Corporate, For-Profit, International, Investors, Legislation, Required, University & College - Written by Paul Glader on Tuesday, October 4, 2011 15:00 - 0 Comments
UK’s University Minister David Willetts Wants More For-Profit, Online Colleges in England
It looks like interest is building in England – the land of free markets guru Adam Smith – to add more for-profit institutions to the mix as it aims to reform its university system. The UK Minister of State for Universities and Science, David Willetts, is actively meeting with for-profit colleges, with at least a dozen such meetings recently – including in the U.S. – according to a recent report by Hannah Richardson of the BBC. Her report suggests it was a questionable move for him to do as some of the schools are accused for recruitment or public loan fraud.
Mr Willetts has been up-front about his plans to open up England’s higher education system to private providers to help increase the number and type of university places available and boost competition.
But his plans have drawn criticism from academics and opposition politicians who fear that it could lead to a fall in the quality of education available, with more learning being carried out online and in non-traditional ways.
Some members of parliament are criticizing Willett for such meetings. MP Barry Gardiner called it “extraordinary and appalling.”
In July 2010 Mr Willetts met one firm, the Education Management Corporation (EDMC), which is currently being sued for $11bn by the Department of Justice in the US over its alleged student recruitment practices. The firm is accused of wrongly using federal education funds to pay bonuses to its student recruiters, a claim it vehemently denies.
Another firm Mr Willetts met, Apollo, has paid out millions of dollars over claims it improperly recruited students to the University of Phoenix. Although Apollo admitted no liability in a whistleblower case in 2009, it settled saying it wanted to bring “closure to a long-running dispute” and avoid “uncertainty and further expense associated with protracted litigation”. Apollo is the parent company of BPP University College of Professional Studies, which gained university college status last year. It was the first private sector institution to gain this status for more than 30 years. Mr Willetts met representatives of Apollo and BPP in May 2011. He also met BPP as part of wider meetings with higher education providers in December 2010 and January 2011. A spokesman for BPP said of the meetings: “There was an exchange of views which centred on BPP University College’s plans to grow its career-focused degree programmes.”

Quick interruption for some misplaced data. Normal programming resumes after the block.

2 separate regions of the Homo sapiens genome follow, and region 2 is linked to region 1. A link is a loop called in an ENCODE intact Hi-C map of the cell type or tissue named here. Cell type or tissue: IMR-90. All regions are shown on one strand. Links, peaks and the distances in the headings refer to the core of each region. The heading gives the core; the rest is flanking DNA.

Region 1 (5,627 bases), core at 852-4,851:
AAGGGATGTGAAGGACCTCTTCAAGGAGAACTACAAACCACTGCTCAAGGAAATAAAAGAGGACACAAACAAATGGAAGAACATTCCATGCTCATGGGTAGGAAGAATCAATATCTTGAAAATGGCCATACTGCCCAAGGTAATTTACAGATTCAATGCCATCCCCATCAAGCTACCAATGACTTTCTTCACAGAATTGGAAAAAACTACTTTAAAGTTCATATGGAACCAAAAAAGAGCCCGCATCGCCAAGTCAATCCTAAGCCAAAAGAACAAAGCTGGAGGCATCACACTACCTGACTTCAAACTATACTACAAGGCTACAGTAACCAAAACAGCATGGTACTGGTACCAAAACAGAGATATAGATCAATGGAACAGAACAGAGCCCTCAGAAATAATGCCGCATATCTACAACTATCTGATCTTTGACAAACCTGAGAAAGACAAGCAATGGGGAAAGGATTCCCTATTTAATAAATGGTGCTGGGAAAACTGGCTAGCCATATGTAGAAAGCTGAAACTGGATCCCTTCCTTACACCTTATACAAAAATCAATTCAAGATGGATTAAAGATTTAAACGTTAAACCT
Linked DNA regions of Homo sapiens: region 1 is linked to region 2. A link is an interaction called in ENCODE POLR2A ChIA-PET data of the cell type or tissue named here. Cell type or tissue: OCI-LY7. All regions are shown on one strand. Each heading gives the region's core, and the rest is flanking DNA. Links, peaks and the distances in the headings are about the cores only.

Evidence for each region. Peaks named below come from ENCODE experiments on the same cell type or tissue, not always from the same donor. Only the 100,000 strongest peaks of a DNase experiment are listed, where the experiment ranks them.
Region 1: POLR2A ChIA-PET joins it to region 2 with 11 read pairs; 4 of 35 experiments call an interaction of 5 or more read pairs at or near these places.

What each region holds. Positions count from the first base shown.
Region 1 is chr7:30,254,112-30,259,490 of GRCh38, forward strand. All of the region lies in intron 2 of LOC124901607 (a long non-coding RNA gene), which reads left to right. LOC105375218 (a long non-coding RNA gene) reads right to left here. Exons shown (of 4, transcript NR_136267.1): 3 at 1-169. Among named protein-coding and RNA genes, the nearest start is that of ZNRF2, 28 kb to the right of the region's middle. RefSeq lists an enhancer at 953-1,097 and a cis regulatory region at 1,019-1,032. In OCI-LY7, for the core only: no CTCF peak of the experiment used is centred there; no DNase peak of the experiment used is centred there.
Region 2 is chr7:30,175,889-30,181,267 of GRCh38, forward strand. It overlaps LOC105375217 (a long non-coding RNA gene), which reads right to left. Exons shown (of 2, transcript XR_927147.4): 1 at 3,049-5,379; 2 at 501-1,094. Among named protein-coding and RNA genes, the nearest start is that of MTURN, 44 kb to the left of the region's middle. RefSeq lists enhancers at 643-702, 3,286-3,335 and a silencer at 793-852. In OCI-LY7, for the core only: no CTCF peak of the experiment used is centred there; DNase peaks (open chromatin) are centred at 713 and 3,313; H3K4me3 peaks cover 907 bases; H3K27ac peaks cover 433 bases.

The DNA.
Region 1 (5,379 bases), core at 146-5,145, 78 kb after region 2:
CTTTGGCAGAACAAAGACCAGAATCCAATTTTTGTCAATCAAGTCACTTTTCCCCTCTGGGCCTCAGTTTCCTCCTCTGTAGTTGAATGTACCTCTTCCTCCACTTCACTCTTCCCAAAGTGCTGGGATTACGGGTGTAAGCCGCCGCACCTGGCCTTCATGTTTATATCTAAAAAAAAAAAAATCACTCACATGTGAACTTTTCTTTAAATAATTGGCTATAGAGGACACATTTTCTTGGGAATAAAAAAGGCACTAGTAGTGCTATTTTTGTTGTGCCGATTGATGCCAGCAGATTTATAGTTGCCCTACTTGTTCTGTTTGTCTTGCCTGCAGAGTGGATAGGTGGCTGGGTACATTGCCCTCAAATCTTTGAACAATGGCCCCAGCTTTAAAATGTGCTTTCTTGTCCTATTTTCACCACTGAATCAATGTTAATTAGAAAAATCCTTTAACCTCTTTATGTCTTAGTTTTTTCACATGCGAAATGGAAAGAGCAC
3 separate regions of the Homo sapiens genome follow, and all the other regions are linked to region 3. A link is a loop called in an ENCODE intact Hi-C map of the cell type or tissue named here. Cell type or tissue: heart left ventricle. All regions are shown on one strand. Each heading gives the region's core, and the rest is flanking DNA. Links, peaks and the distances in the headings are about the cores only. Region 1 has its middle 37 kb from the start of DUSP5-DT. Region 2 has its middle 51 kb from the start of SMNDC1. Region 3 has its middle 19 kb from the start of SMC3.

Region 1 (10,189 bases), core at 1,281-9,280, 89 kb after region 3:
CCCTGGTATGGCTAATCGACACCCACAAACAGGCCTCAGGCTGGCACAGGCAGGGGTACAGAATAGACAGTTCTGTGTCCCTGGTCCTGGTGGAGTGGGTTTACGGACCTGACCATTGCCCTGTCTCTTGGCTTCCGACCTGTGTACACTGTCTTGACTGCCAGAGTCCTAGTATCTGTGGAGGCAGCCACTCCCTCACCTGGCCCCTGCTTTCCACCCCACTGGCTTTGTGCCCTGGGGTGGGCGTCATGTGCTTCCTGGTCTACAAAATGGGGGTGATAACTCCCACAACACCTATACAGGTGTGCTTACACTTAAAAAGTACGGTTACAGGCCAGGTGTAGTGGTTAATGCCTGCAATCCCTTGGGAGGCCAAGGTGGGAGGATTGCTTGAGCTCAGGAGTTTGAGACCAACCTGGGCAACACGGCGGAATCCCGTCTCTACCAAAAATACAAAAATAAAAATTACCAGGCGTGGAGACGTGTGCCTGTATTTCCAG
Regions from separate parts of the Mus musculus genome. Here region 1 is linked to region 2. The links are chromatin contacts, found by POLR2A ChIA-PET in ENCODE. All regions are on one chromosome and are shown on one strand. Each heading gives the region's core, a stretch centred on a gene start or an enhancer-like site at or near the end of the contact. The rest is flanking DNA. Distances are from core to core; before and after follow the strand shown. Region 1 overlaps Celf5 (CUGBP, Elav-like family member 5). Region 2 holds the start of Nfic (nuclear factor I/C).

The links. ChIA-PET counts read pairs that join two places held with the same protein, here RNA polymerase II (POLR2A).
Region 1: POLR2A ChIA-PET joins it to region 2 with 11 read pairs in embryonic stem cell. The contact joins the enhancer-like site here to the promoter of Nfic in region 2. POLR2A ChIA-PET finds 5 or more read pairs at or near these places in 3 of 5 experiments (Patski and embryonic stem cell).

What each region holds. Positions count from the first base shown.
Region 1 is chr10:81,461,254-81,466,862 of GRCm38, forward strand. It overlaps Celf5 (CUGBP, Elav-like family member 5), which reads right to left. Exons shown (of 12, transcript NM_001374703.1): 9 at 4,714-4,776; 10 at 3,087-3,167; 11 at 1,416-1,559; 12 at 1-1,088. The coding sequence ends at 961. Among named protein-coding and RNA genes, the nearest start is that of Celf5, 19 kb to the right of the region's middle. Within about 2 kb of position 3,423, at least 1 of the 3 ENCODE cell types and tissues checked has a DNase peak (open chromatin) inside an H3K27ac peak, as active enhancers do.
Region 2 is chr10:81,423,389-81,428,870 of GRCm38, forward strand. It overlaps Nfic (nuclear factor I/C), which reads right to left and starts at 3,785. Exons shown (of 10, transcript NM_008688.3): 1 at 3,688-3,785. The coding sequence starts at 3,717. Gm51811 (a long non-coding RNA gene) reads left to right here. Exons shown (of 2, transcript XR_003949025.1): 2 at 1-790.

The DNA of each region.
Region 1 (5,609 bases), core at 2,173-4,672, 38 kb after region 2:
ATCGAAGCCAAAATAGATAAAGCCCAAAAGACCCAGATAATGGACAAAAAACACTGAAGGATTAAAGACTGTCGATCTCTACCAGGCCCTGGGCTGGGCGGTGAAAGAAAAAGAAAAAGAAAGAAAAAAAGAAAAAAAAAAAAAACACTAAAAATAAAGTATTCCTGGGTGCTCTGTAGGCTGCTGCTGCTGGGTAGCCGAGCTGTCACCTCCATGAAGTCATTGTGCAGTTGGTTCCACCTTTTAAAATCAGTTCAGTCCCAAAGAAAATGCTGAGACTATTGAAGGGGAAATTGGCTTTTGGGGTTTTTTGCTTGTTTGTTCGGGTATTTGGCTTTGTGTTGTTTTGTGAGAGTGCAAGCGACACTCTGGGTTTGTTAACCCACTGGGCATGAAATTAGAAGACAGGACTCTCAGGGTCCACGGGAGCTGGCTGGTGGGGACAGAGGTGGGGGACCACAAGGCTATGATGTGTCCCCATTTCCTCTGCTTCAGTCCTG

The story notes that Mr. Willett also consulted British publishing company Pearson Plc repeatedly before he produced his White Paper on higher education in England, which aimed to make it easier for companies to get into the sector. The country plans to add 20,000 university spots to degree course providers – mostly online colleges – that charge less than GBP 7,500 per year. By contrast, many colleges charge GBP 9,000 per year. Pearson wants to award degrees in England.
After a meeting with Mr Willetts in December 2010, the firm announced that it was planning to start by offering four vocational degrees with a further education college at “very competitive” prices. These will be piloted from September 2012, when the new fees system beings. It also said in June that it would be offering degrees in conjunction with Royal Holloway, part of the University of London, which would be the validating partner. But it is still pursuing its aim of gaining degree-awarding powers itself, potentially working as a validating partner for England’s further education colleges. A Pearson spokesman said: “Pearson provides and develops qualifications including BTecs, A-Levels and GCSEs as well as publishing support materials and offering technology products for schools, colleges and universities.
Mr Willetts also met a firm called Laureate, which has 55 higher education institutions in 27 countries. In England it runs online masters and doctoral degree courses accredited by the University of Liverpool.
The kicker included a few rather entertaining quips by MPs who criticized Willetts for following headfirst into a trend that has brought mixed blessings in the USA.
But Mr Gardiner, Labour MP for Brent North, said: “It is not a pretty sight and it is not what the British people recognise. They want to Americanise the system.”
General secretary of the UCU lecturers’ union Sally Hunt said: “Events in America have shown the for-profit model is fraught with danger for students and taxpayers alike.
Here are other links about what he is up to:
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